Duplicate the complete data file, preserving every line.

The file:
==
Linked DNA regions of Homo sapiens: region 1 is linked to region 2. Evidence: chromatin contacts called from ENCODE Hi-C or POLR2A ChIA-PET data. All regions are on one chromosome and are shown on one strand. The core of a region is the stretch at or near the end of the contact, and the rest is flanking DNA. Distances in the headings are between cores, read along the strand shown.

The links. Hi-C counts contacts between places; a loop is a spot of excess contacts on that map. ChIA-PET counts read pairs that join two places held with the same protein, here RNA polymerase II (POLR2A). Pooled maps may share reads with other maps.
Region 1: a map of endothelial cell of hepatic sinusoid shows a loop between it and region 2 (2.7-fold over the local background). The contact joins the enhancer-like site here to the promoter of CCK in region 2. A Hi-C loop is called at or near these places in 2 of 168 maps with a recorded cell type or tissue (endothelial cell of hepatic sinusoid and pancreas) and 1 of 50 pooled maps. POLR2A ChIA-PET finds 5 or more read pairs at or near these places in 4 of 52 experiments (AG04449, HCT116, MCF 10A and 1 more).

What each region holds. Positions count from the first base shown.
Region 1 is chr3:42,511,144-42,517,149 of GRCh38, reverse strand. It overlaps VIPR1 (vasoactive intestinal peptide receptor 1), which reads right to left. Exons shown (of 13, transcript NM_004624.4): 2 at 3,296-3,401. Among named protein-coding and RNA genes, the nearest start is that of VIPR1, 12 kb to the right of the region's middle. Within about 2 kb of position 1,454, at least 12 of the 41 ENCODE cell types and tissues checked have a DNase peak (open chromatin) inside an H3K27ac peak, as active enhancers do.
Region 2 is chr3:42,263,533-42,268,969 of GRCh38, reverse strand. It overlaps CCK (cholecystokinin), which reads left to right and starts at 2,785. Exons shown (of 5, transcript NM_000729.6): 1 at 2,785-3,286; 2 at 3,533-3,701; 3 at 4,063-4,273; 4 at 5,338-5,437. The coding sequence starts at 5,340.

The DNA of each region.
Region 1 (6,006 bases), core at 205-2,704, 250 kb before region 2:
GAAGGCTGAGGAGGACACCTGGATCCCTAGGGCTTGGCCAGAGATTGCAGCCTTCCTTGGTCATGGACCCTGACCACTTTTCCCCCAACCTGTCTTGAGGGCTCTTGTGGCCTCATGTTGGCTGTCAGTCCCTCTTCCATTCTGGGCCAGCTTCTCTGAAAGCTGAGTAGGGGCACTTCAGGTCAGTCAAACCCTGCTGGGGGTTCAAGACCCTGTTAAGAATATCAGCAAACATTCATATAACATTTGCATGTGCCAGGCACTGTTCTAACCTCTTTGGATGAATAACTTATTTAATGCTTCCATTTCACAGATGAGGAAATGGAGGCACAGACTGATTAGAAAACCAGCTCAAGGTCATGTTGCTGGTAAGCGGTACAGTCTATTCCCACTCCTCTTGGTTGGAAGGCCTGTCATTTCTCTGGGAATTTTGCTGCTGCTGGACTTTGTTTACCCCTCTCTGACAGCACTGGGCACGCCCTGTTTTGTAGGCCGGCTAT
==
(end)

Linked DNA regions of Homo sapiens: region 1 is linked to region 2. Evidence: chromatin contacts called from ENCODE Hi-C or POLR2A ChIA-PET data. All regions are on one chromosome and are shown on one strand. The core of a region is the stretch at or near the end of the contact, and the rest is flanking DNA. Distances in the headings are between cores, read along the strand shown.

The links. Hi-C counts contacts between places; a loop is a spot of excess contacts on that map. ChIA-PET counts read pairs that join two places held with the same protein, here RNA polymerase II (POLR2A). Pooled maps may share reads with other maps.
Region 1: a map of endothelial cell of hepatic sinusoid shows a loop between it and region 2 (2.7-fold over the local background). The contact joins the enhancer-like site here to the promoter of CCK in region 2. A Hi-C loop is called at or near these places in 2 of 168 maps with a recorded cell type or tissue (endothelial cell of hepatic sinusoid and pancreas) and 1 of 50 pooled maps. POLR2A ChIA-PET finds 5 or more read pairs at or near these places in 4 of 52 experiments (AG04449, HCT116, MCF 10A and 1 more).

What each region holds. Positions count from the first base shown.
Region 1 is chr3:42,511,144-42,517,149 of GRCh38, reverse strand. It overlaps VIPR1 (vasoactive intestinal peptide receptor 1), which reads right to left. Exons shown (of 13, transcript NM_004624.4): 2 at 3,296-3,401. Among named protein-coding and RNA genes, the nearest start is that of VIPR1, 12 kb to the right of the region's middle. Within about 2 kb of position 1,454, at least 12 of the 41 ENCODE cell types and tissues checked have a DNase peak (open chromatin) inside an H3K27ac peak, as active enhancers do.
Region 2 is chr3:42,263,533-42,268,969 of GRCh38, reverse strand. It overlaps CCK (cholecystokinin), which reads left to right and starts at 2,785. Exons shown (of 5, transcript NM_000729.6): 1 at 2,785-3,286; 2 at 3,533-3,701; 3 at 4,063-4,273; 4 at 5,338-5,437. The coding sequence starts at 5,340.

The DNA of each region.
Region 1 (6,006 bases), core at 205-2,704, 250 kb before region 2:
GAAGGCTGAGGAGGACACCTGGATCCCTAGGGCTTGGCCAGAGATTGCAGCCTTCCTTGGTCATGGACCCTGACCACTTTTCCCCCAACCTGTCTTGAGGGCTCTTGTGGCCTCATGTTGGCTGTCAGTCCCTCTTCCATTCTGGGCCAGCTTCTCTGAAAGCTGAGTAGGGGCACTTCAGGTCAGTCAAACCCTGCTGGGGGTTCAAGACCCTGTTAAGAATATCAGCAAACATTCATATAACATTTGCATGTGCCAGGCACTGTTCTAACCTCTTTGGATGAATAACTTATTTAATGCTTCCATTTCACAGATGAGGAAATGGAGGCACAGACTGATTAGAAAACCAGCTCAAGGTCATGTTGCTGGTAAGCGGTACAGTCTATTCCCACTCCTCTTGGTTGGAAGGCCTGTCATTTCTCTGGGAATTTTGCTGCTGCTGGACTTTGTTTACCCCTCTCTGACAGCACTGGGCACGCCCTGTTTTGTAGGCCGGCTAT